Catoctin Mountain Park, a National Park in Thurmont, Maryland (and home of Camp David, for the historically minded), abuts and merges with Cunningham Falls State Park, and the trail that I chose to hike with the boys, Cat Rock, is supported by both parks. Most of the trails at Catoctin Mountain Park seem to lead to impressive arrangements of boulders that overlook the valleys of Frederick and the Blue Ridge Mountains, and these rock formations are given bizarre names such as Hog Rock, Wolf Rock, and Chimney Rock, based either on their appearance or history. Whether Cat Rock was so named for the bobcats that were sighted in the area or because someone drunk on moonshine imagined the shape of a cat in the quartzite outcropping is unclear. At any rate, last week was the first time I climbed the trail to Cat Rock, and, judging by our solitude on the trail in contrast to the numerous cars in the parking lots, I believe I’m not the only one to have neglected it. The boys and I scaled the rocks on our own, daring ourselves to leap from one boulder to another, and warning each other not to stand dangerously close to the edge of breathtaking precipices. Which meant, of course, that we all stood much too close to the edge, all of the time.

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The next day, we took a less rigorous walk in the Frederick Municipal Forest, which, like Catoctin Mountain Park, we often visit but haven’t entirely exhausted. If you follow Mountaindale Road into the mountains (toward Gambrill State Park, but don’t follow the road of the same name!), past the reservoir, and along Fishing Creek, you’ll soon notice a tall ledge of exposed stone on the right side of the road. My oldest has been asking for months to explore the area, so on this day I finally agreed, pulling off to the left, behind the truck of a pair of hopeful fishermen. (At this time of year, there are quite a few of them, as the stream is stocked with trout at the end of March). A well-trod path and scattered pieces of garbage proved that we were not the first to be curious about the small outcropping, which provided a view of Fishing Creek as well as an ingenious spot for hide-and-seek.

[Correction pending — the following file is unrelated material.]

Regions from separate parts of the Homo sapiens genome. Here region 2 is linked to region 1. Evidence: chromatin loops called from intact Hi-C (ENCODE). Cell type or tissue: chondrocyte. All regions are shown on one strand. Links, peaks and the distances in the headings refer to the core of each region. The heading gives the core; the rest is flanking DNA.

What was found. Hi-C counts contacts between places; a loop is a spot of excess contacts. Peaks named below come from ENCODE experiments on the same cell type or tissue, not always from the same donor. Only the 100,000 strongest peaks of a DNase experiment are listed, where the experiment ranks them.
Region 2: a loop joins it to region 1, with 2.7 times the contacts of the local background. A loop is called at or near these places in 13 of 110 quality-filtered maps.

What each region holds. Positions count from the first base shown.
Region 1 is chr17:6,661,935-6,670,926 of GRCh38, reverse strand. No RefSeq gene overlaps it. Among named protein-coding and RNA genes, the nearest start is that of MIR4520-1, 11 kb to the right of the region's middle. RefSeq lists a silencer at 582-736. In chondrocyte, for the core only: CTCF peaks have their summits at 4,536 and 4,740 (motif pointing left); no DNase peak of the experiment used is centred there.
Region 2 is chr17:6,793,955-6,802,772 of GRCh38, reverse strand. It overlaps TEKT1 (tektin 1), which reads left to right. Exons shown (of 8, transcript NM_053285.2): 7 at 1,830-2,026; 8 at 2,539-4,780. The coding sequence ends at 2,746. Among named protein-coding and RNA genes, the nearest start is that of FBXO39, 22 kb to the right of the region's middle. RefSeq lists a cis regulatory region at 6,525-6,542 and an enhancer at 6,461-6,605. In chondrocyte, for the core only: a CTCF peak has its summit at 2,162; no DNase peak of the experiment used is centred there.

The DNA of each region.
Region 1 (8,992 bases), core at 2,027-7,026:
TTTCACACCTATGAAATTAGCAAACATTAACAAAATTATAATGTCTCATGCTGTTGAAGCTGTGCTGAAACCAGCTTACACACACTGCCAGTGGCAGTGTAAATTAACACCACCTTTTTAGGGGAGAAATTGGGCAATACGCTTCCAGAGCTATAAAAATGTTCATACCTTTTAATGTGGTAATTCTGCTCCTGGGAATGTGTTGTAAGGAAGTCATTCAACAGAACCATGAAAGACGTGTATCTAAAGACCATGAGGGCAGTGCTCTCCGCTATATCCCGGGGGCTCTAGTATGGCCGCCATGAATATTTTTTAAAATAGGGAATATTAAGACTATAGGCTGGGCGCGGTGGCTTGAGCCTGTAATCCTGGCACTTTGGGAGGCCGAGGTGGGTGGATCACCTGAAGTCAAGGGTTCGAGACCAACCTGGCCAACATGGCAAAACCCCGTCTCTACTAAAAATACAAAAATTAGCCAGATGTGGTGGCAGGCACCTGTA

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When we returned to the car, my oldest spotted a black rat snake basking on a log. Not yet having outgrown their desire to touch whatever they see, the boys approached, scared the snake beneath some rocks, and chased it toward the stream, where they finally succeeded in grabbing it by the tail for a few moments before letting it slide into the water. It stubbornly, and wisely, remained there until we left.

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While I don’t mind snakes as a rule, I’m hoping not to encounter them in the vicinity of our most recent trip, the Fred Archibald Audubon Sanctuary. Located near the small town of New Market, Maryland, off of Boyers Mill Road, the 140-acre reserve of meadow, forest, and scrub is under the care of the Audubon Society of Central Maryland. The boys and I assisted in pulling (and cutting out) some of the more obnoxious invasive species on the reserve one day last winter, and now we have volunteered to monitor the nest boxes in the front portion of the sanctuary through the summer. We are expecting to find Eastern bluebirds (one nest is complete!), wrens, and swallows, as all of these have successfully fledged in recent years. Snakes, unfortunately, have been a problem in the past for the purple martins, who have yet to arrive at their newly-fashioned, extra-snakeproofed nesting boxes.

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Today, I have to confess, I went to the movies. One boy was thrilled, the other found a friend to take him in, and I daydreamed during the car chase. When we got home, I carefully opened the front door, where a pair of house finches have been intermittently constructing a nest on our spring wreath. It’s always nice to know that nature is literally just outside my door.